Eagles have learned from mistakes that cost them dearly last year


The Eagles endured a tale of two halves on Sunday. On one hand, they entered the locker room down 20-7, completely unable to get off the field defensively or sustain anything offensively. On the other, 25 second-half points, red zone excellence and defensive domination. What changed?

I think anybody could see that the Eagles were their own worst enemy in the first half. Play calls were questionable, execution was shoddy and the team just seemed lackadaisical. But for many of the starters on defense who spent this offseason recovering from injury, this was their first taste of Football in months.

“We just kind of settled into the game.” Pederson explained. “Made a few adjustments at halftime, but there were some plays to be made in the first half. We just didn’t make them, offensively. Defense, we didn’t get off the field on third down in the first half, but we got off the field on third down in the second half. And then conversely, we stayed on the field and made some plays on third down. So just a matter of staying patient, trusting the game plan and the guys executed well in the second half.”

While there were several players who took time to settle, one of the biggest question marks on this team has been that of average age. There seems to be an odd debate centering around the amount of veterans on the team, which completely ignores the team’s structure for development. But one thing that’s irreplaceable with the veterans of the group is leadership. Even from players who have only just arrived.

“We came out and started off slow and struggled, but not one moment in that game I didn’t think we were going to come out and win that game.” DeSean Jackson explained following his 154-yard, 2TD outing. “I kept stressing to the boys when we came in the locker room that I have been over there before in that locker room and I know how they are. I just stressed to my teammates that I felt that at halftime, they probably thought they had the game sealed and won. I just said we were going to go out there and it is just going to take one play and play a one-play mentality. We came out and we scored and had a lot of momentum the rest of the game.”

Zach Ertz also hit on an interesting point:

“I think it’s a veteran team. We’ve played so much football together, we’ve been through so many adverse situations, and we’ve gone through a lot. Playing in this city, you’re kind of just used to it. I feel like guys aren’t going to panic, and we didn’t do that. We have a lot of really good players as an offense, as a defense, and on special teams. Everyone kind of just stayed true to who we are and I think we knew at the end of the game it was going to be a good day for us.”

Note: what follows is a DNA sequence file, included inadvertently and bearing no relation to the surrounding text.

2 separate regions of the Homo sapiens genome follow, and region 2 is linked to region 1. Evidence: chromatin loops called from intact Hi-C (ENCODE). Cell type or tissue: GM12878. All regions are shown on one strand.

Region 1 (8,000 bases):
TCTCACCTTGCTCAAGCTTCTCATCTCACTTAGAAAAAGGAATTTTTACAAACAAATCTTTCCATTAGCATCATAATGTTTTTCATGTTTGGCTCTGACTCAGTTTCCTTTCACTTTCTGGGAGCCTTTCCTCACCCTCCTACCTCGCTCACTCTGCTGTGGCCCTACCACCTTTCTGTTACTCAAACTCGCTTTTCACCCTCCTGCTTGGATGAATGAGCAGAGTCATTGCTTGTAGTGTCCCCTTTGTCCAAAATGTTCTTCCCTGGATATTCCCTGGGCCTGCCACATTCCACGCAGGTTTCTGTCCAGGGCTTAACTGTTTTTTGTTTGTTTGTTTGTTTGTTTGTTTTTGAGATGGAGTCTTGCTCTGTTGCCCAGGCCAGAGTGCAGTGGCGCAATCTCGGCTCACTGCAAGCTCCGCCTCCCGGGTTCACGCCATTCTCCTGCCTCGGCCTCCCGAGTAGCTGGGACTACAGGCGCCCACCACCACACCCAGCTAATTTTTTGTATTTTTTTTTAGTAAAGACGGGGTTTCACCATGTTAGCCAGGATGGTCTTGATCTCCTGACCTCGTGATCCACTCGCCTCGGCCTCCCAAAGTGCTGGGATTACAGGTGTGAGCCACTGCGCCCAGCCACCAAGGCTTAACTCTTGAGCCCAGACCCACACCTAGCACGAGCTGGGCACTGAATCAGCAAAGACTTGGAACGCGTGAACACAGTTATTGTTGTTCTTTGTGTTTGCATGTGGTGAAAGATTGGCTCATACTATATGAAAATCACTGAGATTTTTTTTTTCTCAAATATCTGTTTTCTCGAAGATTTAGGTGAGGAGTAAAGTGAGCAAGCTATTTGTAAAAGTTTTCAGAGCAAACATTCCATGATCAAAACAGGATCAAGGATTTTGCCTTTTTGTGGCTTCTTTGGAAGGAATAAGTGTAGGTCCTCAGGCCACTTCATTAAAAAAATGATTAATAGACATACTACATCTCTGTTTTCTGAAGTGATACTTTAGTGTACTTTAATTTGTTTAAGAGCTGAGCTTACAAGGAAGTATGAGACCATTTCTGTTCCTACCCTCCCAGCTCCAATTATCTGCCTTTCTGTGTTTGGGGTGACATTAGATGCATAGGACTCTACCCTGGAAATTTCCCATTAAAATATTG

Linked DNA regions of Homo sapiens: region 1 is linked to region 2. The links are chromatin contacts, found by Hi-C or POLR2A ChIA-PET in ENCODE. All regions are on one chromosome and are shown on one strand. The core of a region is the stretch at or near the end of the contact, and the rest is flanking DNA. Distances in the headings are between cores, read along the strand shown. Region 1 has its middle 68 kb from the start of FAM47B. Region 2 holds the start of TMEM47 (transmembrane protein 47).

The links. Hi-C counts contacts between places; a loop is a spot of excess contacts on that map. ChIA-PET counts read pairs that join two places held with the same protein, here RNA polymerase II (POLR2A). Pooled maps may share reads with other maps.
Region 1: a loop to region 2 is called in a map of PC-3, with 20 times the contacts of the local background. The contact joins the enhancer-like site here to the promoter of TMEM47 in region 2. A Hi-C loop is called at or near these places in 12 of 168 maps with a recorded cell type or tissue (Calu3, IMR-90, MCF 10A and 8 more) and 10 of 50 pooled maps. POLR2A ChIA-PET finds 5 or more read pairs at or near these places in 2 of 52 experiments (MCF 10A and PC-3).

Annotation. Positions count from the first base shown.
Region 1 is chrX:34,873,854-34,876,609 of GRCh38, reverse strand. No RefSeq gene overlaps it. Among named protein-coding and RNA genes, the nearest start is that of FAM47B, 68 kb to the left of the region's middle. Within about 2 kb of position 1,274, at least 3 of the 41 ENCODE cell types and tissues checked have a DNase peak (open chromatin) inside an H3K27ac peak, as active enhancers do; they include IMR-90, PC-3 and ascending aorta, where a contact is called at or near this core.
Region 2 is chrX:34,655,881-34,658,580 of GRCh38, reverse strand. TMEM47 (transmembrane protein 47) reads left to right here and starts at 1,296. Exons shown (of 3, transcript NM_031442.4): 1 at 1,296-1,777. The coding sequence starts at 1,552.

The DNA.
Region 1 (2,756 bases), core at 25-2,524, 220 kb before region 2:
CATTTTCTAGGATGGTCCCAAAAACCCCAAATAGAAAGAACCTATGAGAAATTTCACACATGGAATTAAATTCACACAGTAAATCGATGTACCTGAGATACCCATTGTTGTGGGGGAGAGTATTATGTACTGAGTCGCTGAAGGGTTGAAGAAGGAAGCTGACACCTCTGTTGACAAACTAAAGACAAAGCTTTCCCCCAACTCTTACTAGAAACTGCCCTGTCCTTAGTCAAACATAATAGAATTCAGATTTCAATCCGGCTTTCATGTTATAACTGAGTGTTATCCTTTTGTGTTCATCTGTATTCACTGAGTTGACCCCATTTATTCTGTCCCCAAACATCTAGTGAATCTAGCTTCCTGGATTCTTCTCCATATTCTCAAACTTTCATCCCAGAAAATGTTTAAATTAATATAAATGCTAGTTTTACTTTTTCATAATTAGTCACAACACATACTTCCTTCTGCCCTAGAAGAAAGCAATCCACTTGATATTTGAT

The majority of players and leaders on this team have all been on the same journey. The highs of winning Super Bowl 52, the lows of losses to Tampa Bay and Tennessee to name but two in 2018. The choked leads, the decimating wins, the veterans now understand the importance of keeping an even keel, regardless of how good or bad the situation is.

“I think that nobody panicked.” Fletcher Cox said. “Nobody got out of character and everybody knows what this defense is capable of doing and we just went out and proved it. No matter what happened, we know that things happen in football games and [we had to] come out in the second half and settle down and play our style of ball.”

It may just have been a case of first-game jitters, teething problems, players finding their rhythm, or a combination of all three. But without proven vets on this team, a much younger core would’ve either got incredibly frustrated and made even more mistakes, or simply folded…just look at the Dolphins yesterday.

There may be no better example than Carson Wentz. Remember that blowout loss to New Orleans? There came a point where Wentz just started slinging deep shots for the hell of it, like a kid losing at Madden, and they resulted in picks and an even tougher pill to swallow. But Sunday saw a very different Carson Wentz.

One who on third down completed 12/13 passes for 197 yards and a pair of touchdowns. One who methodically carved his way down the field and took what the defense gave him.

This team played in a very similar way. They didn’t get rattled (awfully flagged DJax penalty aside), came back out in the second half and took care of business. The Eagles have finally learned from the mistakes that cost them games in previous years and the veterans have made sure history doesn’t repeat itself.

Mandatory Credit: Bill Streicher-USA TODAY Sports